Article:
What this means is the typical house value for most Britis buyers is about £200,000 and the income of those buyers is about £40,000.I do not accept the so called “long term”ratio of 4 times salary. This betrays a profoundly out of date understanding and falls back on what was happening in the 1980′s as if it were some sort of gold standard. People make the same mistakes on demographics as pointe dout on TV this week by Prof Hans Rosling.

  5. 08/11/2013, Ellen12 wrote

    I recently visited a friend who has a lovely apartment on a newish development between Twickenham and Teddington, beside the Thames. It is a beautiful development in a lovely area. However, I thought the development was very quiet for a place that would have so many dwellings. There were a few people around but it felt empty and when I asked my friend about it she said that lots of the apartments are empty all the time and she would like more neighbours to give the place more of a feeling of home.

    These apartments, I guess, are some of thousands foreign and domestic buyers have bought up and left standing idle. It really is highly immoral in a city where homelessness and inadequate housing is one the the most important issues for the people who live there. I do not think it is any more acceptable then buying up the water supply and then refusing people the water they need to sustain them.

    Squatting was made illegal by this conservative government and if you go on holiday for a fortnight and come back to find your home occupied by squatters, you should feel violated and aggrieved. But to buy a home and leave it to rot, in a city where people need homes like this to survive and thrive, I think is a much bigger sin and the owners of these dwellings do not deserve the protection of the police to keep squatters out of them. I am not convinced we genuinely have a housing shortage in the capital but it is clear that housing is not primarily being used as homes for people to live in.

  6. 08/11/2013, Alec wrote

    Cheap money got us in to this mess in the first place, central bankers, Greenspan, George and King as well as Brown and Balls who were responsible for the banking crash. The housing bubble they pumped up should have been left to market forces but politicians preferred to rig the system instead of taking the pain. Sooner or later
    the “tab” will arrive.

    • 08/11/2013, felonious wrote

      CDO’S got us into this mess, they were marketed as AAA rated investment products but were nothing more than junk; they were helped along by the greed of both sellers and buyers who were offered the holy grail of an eternal 7%+ return on the investment.
      You can blame the politicians all you like, but I believe that if you don’t do your “due diligence” you have no one to blame but yourself.
      The politicians easing the rules and the deregulation of financial markets are equally to blame, so you seem to imply; however, trading unencumbered by rules equals a free market, so that was the problem all along – not enough regulation.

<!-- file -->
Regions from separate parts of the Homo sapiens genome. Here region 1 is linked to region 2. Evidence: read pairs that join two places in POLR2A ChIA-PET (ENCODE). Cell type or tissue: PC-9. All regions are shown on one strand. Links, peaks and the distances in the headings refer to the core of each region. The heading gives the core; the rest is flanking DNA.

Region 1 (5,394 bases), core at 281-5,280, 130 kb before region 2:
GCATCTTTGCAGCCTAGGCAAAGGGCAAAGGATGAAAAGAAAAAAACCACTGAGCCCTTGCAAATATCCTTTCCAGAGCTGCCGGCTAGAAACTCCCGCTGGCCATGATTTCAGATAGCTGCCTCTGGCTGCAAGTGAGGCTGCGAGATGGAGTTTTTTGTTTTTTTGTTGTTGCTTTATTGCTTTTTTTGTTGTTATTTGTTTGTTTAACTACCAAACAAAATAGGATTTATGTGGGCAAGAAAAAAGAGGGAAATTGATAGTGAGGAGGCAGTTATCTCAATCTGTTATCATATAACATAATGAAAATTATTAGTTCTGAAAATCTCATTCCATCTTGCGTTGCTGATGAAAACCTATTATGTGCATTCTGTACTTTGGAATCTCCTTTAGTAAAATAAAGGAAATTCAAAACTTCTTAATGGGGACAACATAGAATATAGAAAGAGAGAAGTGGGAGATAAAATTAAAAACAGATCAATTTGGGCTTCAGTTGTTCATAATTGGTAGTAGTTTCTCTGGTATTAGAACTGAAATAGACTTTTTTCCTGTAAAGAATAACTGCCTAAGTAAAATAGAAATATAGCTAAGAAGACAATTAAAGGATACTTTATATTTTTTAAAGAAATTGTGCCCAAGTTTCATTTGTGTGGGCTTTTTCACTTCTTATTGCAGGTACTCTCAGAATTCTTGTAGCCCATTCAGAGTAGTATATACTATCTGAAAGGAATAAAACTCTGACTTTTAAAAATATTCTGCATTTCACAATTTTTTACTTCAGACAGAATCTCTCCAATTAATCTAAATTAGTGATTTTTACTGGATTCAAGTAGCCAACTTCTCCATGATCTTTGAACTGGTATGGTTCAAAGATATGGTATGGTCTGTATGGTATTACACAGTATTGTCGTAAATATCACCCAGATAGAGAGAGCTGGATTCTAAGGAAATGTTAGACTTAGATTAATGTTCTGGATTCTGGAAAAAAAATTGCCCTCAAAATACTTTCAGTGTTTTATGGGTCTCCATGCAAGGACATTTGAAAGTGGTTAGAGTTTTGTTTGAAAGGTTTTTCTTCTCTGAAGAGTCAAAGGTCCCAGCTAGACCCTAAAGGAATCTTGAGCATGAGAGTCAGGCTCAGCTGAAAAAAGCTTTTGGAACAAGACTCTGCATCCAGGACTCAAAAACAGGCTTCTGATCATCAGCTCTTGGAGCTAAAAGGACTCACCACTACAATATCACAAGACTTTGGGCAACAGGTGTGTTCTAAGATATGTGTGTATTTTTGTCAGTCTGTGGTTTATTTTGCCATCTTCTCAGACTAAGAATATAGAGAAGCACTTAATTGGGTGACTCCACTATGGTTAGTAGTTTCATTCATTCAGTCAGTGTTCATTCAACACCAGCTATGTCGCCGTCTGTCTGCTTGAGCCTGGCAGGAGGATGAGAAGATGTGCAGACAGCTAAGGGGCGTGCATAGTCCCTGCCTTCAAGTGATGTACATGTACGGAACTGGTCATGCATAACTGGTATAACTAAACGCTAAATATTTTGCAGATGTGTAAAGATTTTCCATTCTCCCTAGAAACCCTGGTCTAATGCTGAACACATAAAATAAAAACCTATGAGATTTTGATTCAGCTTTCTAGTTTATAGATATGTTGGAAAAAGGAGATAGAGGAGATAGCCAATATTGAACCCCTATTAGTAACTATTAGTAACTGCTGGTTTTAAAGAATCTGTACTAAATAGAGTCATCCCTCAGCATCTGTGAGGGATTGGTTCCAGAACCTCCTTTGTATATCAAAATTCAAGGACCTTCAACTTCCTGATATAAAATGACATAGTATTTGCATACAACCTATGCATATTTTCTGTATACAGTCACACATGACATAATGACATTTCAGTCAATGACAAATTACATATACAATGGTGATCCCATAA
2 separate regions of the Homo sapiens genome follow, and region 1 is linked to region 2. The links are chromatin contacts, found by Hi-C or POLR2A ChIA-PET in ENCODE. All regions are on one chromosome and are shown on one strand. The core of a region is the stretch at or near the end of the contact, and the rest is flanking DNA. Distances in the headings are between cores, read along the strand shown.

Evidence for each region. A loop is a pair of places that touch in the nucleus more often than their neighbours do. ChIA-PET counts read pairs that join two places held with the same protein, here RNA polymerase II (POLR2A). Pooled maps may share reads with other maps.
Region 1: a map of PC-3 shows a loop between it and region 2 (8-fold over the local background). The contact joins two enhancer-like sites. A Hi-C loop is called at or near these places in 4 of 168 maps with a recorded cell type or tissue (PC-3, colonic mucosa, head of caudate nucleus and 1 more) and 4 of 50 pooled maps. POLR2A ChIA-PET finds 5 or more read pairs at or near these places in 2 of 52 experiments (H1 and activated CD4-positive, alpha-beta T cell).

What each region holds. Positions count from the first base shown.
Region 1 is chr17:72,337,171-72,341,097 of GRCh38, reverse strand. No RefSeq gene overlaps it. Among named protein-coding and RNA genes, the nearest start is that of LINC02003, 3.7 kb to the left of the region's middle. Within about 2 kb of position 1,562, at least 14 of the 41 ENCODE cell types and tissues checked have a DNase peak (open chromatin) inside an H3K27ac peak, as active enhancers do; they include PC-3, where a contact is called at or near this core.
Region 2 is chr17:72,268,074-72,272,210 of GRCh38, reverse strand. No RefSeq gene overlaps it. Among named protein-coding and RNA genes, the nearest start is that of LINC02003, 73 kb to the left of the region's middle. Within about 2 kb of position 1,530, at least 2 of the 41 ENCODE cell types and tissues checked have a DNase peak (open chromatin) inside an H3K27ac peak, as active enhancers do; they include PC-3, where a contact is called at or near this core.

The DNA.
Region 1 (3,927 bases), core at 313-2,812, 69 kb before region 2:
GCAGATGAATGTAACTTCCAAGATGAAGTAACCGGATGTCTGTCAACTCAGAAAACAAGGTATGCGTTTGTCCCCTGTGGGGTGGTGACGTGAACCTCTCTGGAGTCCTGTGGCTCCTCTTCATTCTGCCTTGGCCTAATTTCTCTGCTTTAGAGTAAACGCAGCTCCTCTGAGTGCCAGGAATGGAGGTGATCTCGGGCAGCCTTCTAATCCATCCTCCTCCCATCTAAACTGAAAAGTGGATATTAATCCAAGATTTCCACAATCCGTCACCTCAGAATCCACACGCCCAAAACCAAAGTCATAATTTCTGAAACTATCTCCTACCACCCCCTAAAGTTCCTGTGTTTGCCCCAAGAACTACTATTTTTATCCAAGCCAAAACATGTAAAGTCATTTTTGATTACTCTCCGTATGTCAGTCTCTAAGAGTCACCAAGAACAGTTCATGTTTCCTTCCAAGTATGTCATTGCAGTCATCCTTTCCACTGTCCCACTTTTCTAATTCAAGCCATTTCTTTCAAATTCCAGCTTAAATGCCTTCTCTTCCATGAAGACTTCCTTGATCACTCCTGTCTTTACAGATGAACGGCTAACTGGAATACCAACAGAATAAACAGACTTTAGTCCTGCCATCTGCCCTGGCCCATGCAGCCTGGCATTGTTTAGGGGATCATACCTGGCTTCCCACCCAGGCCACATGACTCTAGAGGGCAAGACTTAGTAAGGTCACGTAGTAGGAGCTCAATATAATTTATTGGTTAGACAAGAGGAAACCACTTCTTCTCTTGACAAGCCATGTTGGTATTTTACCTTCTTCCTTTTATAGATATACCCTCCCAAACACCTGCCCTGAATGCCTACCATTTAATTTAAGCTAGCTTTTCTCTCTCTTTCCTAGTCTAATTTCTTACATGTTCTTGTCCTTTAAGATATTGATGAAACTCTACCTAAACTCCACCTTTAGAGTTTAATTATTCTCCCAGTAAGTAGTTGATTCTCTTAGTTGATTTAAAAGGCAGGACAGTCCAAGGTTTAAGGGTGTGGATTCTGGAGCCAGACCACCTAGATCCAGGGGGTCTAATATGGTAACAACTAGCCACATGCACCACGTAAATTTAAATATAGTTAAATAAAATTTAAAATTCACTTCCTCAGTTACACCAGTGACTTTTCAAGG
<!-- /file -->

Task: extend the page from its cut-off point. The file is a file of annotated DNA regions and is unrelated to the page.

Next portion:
• 12/11/2013, Inquisitor wrote

        A combination of factors got “us” into this mess, both from the public (incl central banks) and private sectors.

        Which “rules” were eased, specifically, that caused the mess? Which “deregulation” do you refer to? Also, since when does a free market equal “no rules”? Does allowing unlimited credit expansion count as “no rules” when the central banks coordinate the process and pick up the tab when it all blows up? Can’t honestly tell with some of you people…

  7. 09/11/2013, mr wrote

    I broadly agree with the thrust of the logic pointing to houses being over-valued, particularly when the average price to average earnings ratio is cited. But the correction to this, which will surely come, could as likely be by way of earnings increasing with inflation, which, too, will surely come.

    My advice to my 3 sons, 1 owning and wanting to upsize, 1 buying right now and one planning to is not to wait for prices to fall (it may not happen any time soon) but to buy cautiously ie not to overextend but rather to base the borrowing on single earnings, to get the longest available mortgage term & then overpay on, say, a 20 year basis with as long a fix as possible at a rate < 5%.

    Probably the best thing about H2B is that it is freeing up the market so those wanting to move can get on with it. Such a return to normality could even help the market to find its proper level, higher or lower, and if it is on a sound, sober basis where each borrower's ability to repay is robustly checked I can see little harm resulting.

    The underlying cause of the last few "bubbles" is what should have been tackled and that was excessive optimism about people's ability to repay and not excessive amounts of credit per se. I have lived through 3 such phases, in 3 different houses which doubled in price in 7 years, 5 years (and that one again in a further 10 years) and finally in 8 years. It seems another one is due sometime in next year or 2 anyway! Meanwhile the new prudent (if that word hasn't been devalued by Gordon's continued inappropriate use of it) regime of affordability checks should take care of things.

    • 09/11/2013, Boris MacDonut wrote

      mr. Normality is often cited as base rates of 5% and mortgage rates of 7%. Out of interest neither the money markets or the BoE is even pricing in rates of 2.5% by 2023. Yes another decade of these “abnormal” rates. So I’d advise your sons to expect rates rises of no more than about 2 or 3% (average of 1.5%) in the next ten years. On a typical £123,000 mortgage that is just £150 a month.
      Coupled with your own experience of houses doubling every 7.5 years and the recent predictions of prices rising 30% by 2020 they should indeed be optimistic.

  8. 11/11/2013, mr wrote

    Thank you for that insight Boris. I have no problem with their optimism, certainly long term. I’m just trying to guide them in not over-egging things in the short term!

  9. 12/11/2013, John (Chichester) wrote

    The only redeeming version of H2B (in my view) would have been in support of self-builds and only self-builds. That would have added to new build numbers and provided an inspirational start to FTBs or those interested in such projects. Limit to £300,000. That would have restrained house price increases and maintained price to incomes ratio.

    Current arrangement preposterous and purely politically motivated and aligned to builders’ interests and Kirstie Allsop. I only hope this market blows up before the next election and we get some realism into market valuations.